Bed-time but will write a few lines. Why do very sensible, steady people, come to a time when they do something very foolish? Is it to keep the balance even? I notice too that self sacrificing persons, who give up their pleasures and devote their lives to someone dear to them, and they have had the happiness of that person put down to their account, when it is presented, and they look back on those empty years and see the few left to them, they want someone else to help them pay the bill. They shrink from paying the account in full and try to restore the “years the locust hath eaten” with some other person’s sacrifice.
Ron was home on Tuesday, had a very short letter, to-day. His next leave (7 days) will probably be 13th to 20th April instead of the week before. Rene got Kathie a grate brush from Hall’s, as she said she could not get one anywhere. It was Hall’s last and he said “Make it last, there will be no more until war is over.”
G[rammar] School children went thro’ gas chamber to-day. Jean’s mask alright, they had to lift flap and smell gas, their eyes smarted a little afterwards and heads ached. Big boys took masks off and came out weeping, to the immense delight of the girls. R.A.G.S. a master was bidding them farewell as he is going in one of the Services, so Jean thought he got a flattering send-off. They made pancakes in Dom. Sci. to-day, but not Jean as it is so awkward carrying batter on the bus’. She arrived home minus her glasses, doesn’t know whether she had dropped them on bus as she had to show her season T[icket] or whether she left them at school. Think we must ring up Bus’ Office tomorrow.
Father went seafaring again this morning only got a little wood. He has gone on watch an hour early to-night to relieve Paul. It is the return match of the dart players to-night, at V.H. [Vine Hotel] so Joe [Kirk] will be rather sleepy if he even lands at W.Bx to-night. Don’t know who is doing a turn or few hours for him.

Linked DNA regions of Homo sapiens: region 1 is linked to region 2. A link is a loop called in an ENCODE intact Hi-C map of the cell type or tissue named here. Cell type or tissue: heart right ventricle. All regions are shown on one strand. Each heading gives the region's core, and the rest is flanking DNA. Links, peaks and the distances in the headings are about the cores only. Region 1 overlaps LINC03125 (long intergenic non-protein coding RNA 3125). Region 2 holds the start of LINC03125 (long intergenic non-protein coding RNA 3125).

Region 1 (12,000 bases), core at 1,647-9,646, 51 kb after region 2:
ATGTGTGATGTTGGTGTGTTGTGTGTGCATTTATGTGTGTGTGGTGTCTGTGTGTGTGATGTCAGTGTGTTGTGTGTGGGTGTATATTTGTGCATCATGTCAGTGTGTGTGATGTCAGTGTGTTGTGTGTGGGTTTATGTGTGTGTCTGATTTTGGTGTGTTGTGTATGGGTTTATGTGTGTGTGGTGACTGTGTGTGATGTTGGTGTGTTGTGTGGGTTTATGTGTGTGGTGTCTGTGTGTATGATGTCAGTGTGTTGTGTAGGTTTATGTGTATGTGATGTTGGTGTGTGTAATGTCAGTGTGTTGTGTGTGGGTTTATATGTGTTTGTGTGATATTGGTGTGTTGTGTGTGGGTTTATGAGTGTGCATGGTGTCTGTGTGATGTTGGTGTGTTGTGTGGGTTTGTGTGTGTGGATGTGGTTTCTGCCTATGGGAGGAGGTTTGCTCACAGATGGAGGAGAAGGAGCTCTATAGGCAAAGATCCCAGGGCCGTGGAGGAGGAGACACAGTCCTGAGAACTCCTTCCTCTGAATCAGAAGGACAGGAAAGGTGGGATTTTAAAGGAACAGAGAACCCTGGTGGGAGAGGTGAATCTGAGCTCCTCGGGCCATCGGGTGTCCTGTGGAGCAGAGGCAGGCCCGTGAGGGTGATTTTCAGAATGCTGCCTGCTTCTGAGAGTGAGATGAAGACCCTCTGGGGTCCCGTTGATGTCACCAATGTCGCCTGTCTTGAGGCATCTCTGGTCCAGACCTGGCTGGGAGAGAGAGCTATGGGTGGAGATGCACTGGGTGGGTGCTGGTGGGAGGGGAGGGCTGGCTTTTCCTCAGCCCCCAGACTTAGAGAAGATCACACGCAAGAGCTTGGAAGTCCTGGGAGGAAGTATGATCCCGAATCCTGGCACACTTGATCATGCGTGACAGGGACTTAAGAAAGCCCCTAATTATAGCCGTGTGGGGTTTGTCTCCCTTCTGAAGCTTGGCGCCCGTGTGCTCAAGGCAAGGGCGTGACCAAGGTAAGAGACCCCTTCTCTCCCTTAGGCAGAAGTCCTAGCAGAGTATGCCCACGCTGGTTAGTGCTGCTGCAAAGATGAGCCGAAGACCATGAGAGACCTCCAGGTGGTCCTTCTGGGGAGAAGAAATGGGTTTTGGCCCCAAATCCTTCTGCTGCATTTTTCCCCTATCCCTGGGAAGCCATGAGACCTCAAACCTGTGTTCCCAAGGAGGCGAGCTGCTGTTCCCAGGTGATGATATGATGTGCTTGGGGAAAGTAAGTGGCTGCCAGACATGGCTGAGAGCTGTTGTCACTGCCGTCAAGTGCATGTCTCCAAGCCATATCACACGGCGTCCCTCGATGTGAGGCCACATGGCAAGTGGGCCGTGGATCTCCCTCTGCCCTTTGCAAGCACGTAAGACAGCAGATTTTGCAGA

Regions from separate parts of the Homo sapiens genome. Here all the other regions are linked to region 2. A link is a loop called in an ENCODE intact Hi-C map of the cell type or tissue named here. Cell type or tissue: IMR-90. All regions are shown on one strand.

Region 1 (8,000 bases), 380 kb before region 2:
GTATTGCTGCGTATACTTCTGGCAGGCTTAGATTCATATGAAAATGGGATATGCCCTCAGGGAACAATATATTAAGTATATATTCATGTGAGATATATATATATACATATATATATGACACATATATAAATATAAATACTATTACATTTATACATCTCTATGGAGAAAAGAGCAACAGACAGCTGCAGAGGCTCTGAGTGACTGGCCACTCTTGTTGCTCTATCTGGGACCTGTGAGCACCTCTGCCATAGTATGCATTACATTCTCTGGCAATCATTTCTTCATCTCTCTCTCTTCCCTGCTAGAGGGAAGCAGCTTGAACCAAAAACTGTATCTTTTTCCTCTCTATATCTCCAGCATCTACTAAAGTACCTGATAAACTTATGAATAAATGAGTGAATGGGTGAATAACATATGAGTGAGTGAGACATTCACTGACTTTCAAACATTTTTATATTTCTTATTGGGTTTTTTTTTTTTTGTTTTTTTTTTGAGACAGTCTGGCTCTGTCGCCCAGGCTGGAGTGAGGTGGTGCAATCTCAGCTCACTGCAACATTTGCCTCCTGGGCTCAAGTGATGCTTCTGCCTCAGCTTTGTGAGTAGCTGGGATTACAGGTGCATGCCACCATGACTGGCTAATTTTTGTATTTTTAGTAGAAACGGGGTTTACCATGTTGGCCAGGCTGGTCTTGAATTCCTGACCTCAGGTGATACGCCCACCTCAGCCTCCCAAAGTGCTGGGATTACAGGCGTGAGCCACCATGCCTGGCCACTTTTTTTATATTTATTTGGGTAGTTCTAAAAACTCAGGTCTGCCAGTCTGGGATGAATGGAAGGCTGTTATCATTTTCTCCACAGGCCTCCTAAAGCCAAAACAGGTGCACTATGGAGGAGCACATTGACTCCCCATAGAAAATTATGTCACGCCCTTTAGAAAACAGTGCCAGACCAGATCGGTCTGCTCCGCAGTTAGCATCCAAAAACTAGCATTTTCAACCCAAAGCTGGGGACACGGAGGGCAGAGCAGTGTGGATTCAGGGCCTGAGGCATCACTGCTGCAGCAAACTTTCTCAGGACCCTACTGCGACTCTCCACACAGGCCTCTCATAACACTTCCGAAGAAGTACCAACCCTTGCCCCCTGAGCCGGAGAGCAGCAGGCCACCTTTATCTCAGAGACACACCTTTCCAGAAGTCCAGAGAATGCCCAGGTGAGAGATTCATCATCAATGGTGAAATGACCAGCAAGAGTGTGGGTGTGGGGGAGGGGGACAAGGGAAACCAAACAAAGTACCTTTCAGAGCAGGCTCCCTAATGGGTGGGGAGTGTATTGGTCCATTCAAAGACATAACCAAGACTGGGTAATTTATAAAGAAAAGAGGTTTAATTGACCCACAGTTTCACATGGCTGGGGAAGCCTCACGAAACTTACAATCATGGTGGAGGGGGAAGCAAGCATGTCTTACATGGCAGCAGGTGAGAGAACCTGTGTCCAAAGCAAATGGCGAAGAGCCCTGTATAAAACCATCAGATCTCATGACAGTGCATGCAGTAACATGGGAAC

Eff came this afternoon, says tinned fruit not released until Mon. 23. Stow’s have none as yet. 12 pts a tin. R.A. cook gave Father a (2lb I think) tin of Lyon’s Cocoa to-day and cab. leaves for rabbits. We had bacon slices, fried with onion and pots in oven and gravy thickened, for dinner, also spot. D. [‘spotted Dick’] pudding. Had a letter from Mrs Den[man], says Mr D. says Father is to be paid £3 for Redcott. Had cleaned bed-rooms when Rene got here to-day. Had room carpet up yesterday. Rene made me a bit of pastry. She is very full of cold yet. Tried J. Kirk’s way of lighting fire, quite successful. Get a small tin lid, fill with burnt ash, just dust. Then put just sufficient par[affin] to wet ash, place in grate, light, pile a very few sticks over, then coal and hey presto! there is your fire. It is a similar idea to the fire-brick poker I got from Wool[worth]’s and doesn’t use as much oil.
RAG Smith,‘RAGS’, was Latin master at Skegness Grammar School.
Fire-brick’ here probably meant a reusable fireproof absorbent briquette which could be soaked in paraffin before putting in the unlit fireplace. It is not clear why it would be described as a ‘poker’.
Have you read an introduction to May Hill & family (includes photographs) and explored ‘The Casualties Were Small’?